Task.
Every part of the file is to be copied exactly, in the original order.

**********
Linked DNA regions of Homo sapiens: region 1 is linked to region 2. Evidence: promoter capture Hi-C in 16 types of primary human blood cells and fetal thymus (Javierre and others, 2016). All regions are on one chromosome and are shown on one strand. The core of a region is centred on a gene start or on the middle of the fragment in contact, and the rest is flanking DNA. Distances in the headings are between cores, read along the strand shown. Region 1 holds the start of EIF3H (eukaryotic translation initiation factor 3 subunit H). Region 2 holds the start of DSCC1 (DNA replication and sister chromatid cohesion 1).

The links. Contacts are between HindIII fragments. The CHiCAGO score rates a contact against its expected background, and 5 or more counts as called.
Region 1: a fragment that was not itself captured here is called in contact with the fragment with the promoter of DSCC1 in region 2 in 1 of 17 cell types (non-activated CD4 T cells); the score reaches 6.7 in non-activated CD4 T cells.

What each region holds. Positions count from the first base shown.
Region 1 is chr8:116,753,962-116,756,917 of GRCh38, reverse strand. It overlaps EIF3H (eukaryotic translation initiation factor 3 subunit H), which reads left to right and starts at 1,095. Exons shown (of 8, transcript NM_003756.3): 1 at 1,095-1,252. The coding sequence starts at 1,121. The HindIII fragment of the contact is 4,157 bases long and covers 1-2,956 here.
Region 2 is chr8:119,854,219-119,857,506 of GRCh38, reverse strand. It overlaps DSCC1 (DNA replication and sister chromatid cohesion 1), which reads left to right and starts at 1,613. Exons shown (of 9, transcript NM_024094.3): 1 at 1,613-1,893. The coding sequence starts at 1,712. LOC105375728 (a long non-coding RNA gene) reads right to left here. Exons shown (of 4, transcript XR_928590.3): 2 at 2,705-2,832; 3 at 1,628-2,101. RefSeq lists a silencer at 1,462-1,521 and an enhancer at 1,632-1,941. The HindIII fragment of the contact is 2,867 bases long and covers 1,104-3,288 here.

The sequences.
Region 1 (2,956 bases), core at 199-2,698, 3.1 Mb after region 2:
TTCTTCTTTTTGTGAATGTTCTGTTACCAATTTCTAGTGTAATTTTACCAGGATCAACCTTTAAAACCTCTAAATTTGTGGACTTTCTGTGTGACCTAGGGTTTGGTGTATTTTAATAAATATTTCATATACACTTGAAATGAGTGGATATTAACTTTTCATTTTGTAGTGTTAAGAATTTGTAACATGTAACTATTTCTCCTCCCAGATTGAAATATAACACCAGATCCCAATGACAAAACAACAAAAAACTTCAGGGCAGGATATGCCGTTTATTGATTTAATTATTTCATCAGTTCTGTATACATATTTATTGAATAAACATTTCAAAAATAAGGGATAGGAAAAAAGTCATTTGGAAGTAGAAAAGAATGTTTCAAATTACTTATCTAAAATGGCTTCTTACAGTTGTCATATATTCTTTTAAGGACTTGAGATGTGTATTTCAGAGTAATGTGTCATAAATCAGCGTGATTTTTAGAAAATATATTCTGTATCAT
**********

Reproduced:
Linked DNA regions of Homo sapiens: region 1 is linked to region 2. Evidence: promoter capture Hi-C in 16 types of primary human blood cells and fetal thymus (Javierre and others, 2016). All regions are on one chromosome and are shown on one strand. The core of a region is centred on a gene start or on the middle of the fragment in contact, and the rest is flanking DNA. Distances in the headings are between cores, read along the strand shown. Region 1 holds the start of EIF3H (eukaryotic translation initiation factor 3 subunit H). Region 2 holds the start of DSCC1 (DNA replication and sister chromatid cohesion 1).

The links. Contacts are between HindIII fragments. The CHiCAGO score rates a contact against its expected background, and 5 or more counts as called.
Region 1: a fragment that was not itself captured here is called in contact with the fragment with the promoter of DSCC1 in region 2 in 1 of 17 cell types (non-activated CD4 T cells); the score reaches 6.7 in non-activated CD4 T cells.

What each region holds. Positions count from the first base shown.
Region 1 is chr8:116,753,962-116,756,917 of GRCh38, reverse strand. It overlaps EIF3H (eukaryotic translation initiation factor 3 subunit H), which reads left to right and starts at 1,095. Exons shown (of 8, transcript NM_003756.3): 1 at 1,095-1,252. The coding sequence starts at 1,121. The HindIII fragment of the contact is 4,157 bases long and covers 1-2,956 here.
Region 2 is chr8:119,854,219-119,857,506 of GRCh38, reverse strand. It overlaps DSCC1 (DNA replication and sister chromatid cohesion 1), which reads left to right and starts at 1,613. Exons shown (of 9, transcript NM_024094.3): 1 at 1,613-1,893. The coding sequence starts at 1,712. LOC105375728 (a long non-coding RNA gene) reads right to left here. Exons shown (of 4, transcript XR_928590.3): 2 at 2,705-2,832; 3 at 1,628-2,101. RefSeq lists a silencer at 1,462-1,521 and an enhancer at 1,632-1,941. The HindIII fragment of the contact is 2,867 bases long and covers 1,104-3,288 here.

The sequences.
Region 1 (2,956 bases), core at 199-2,698, 3.1 Mb after region 2:
TTCTTCTTTTTGTGAATGTTCTGTTACCAATTTCTAGTGTAATTTTACCAGGATCAACCTTTAAAACCTCTAAATTTGTGGACTTTCTGTGTGACCTAGGGTTTGGTGTATTTTAATAAATATTTCATATACACTTGAAATGAGTGGATATTAACTTTTCATTTTGTAGTGTTAAGAATTTGTAACATGTAACTATTTCTCCTCCCAGATTGAAATATAACACCAGATCCCAATGACAAAACAACAAAAAACTTCAGGGCAGGATATGCCGTTTATTGATTTAATTATTTCATCAGTTCTGTATACATATTTATTGAATAAACATTTCAAAAATAAGGGATAGGAAAAAAGTCATTTGGAAGTAGAAAAGAATGTTTCAAATTACTTATCTAAAATGGCTTCTTACAGTTGTCATATATTCTTTTAAGGACTTGAGATGTGTATTTCAGAGTAATGTGTCATAAATCAGCGTGATTTTTAGAAAATATATTCTGTATCAT